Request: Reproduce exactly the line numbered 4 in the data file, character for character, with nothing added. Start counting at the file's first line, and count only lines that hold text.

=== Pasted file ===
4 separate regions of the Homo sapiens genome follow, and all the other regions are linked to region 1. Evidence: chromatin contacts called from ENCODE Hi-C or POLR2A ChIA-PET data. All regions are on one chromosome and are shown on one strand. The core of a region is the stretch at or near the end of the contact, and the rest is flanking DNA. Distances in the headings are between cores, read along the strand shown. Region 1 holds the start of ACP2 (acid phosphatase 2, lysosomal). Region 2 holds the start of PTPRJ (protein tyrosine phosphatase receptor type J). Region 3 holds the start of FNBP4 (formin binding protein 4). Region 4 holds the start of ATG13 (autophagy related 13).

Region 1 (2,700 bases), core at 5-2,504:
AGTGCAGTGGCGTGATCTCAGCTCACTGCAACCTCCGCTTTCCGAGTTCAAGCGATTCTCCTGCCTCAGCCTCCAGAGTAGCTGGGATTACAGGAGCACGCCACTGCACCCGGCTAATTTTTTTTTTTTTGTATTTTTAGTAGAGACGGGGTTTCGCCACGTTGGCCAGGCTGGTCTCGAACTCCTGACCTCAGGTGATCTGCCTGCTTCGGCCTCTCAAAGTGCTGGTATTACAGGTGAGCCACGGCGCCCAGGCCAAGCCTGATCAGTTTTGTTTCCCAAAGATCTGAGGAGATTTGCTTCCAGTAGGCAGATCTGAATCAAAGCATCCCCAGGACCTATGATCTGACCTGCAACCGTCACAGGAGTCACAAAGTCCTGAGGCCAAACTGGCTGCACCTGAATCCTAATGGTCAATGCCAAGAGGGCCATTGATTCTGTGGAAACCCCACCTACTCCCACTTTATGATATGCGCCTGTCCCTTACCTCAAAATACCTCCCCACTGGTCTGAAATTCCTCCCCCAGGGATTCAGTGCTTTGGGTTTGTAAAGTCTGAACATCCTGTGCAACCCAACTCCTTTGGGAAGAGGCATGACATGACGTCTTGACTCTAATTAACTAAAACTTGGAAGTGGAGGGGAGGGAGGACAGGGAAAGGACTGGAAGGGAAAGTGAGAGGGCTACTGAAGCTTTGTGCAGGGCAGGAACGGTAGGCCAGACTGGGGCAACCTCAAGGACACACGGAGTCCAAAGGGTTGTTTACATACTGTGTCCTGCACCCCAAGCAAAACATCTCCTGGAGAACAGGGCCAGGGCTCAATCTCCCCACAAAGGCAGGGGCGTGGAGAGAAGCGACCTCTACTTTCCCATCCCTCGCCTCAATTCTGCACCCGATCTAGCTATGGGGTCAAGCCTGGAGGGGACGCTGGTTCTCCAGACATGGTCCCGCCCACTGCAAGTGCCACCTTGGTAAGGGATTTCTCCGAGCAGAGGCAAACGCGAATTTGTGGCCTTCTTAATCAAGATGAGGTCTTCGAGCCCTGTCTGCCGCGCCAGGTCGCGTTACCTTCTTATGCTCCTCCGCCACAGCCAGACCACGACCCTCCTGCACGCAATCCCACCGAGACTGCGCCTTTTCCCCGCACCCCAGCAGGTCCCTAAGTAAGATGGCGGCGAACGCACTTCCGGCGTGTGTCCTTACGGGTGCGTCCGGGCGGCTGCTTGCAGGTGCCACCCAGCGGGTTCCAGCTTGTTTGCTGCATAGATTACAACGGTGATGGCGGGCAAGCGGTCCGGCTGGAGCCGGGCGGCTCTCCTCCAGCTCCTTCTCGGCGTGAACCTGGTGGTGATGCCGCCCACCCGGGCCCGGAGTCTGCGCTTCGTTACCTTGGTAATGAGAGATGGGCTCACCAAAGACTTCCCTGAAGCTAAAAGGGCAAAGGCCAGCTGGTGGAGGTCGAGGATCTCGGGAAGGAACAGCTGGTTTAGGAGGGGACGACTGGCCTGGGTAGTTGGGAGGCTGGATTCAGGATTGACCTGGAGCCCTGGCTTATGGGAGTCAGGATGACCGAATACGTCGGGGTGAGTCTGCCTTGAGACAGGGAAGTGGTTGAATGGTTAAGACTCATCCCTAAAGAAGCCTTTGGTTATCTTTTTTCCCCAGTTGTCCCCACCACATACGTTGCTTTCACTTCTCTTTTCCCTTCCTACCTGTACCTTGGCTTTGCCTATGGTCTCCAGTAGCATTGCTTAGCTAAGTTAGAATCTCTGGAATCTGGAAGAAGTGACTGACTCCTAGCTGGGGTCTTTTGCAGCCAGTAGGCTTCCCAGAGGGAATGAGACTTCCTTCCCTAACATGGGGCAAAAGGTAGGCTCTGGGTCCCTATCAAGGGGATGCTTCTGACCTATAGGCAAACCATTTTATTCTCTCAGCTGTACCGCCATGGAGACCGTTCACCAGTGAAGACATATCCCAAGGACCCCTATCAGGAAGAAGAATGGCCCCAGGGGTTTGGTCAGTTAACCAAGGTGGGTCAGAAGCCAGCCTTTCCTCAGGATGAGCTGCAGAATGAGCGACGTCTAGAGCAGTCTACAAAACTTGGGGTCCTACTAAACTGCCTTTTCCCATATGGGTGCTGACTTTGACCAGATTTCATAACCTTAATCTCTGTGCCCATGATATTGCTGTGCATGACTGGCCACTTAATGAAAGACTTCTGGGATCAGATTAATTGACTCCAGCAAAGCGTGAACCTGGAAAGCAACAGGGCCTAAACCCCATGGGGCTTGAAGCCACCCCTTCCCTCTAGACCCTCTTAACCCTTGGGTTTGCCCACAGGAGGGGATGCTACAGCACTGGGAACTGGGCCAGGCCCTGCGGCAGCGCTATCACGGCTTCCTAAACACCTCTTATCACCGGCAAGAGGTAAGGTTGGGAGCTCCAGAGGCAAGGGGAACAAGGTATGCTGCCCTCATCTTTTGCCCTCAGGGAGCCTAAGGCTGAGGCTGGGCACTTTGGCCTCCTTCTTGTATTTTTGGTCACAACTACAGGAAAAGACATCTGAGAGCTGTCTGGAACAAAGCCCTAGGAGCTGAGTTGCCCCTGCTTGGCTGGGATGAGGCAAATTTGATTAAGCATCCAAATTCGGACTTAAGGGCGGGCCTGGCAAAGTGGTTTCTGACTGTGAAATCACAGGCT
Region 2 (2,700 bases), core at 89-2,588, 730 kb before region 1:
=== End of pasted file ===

Region 2 (2,700 bases), core at 89-2,588, 730 kb before region 1: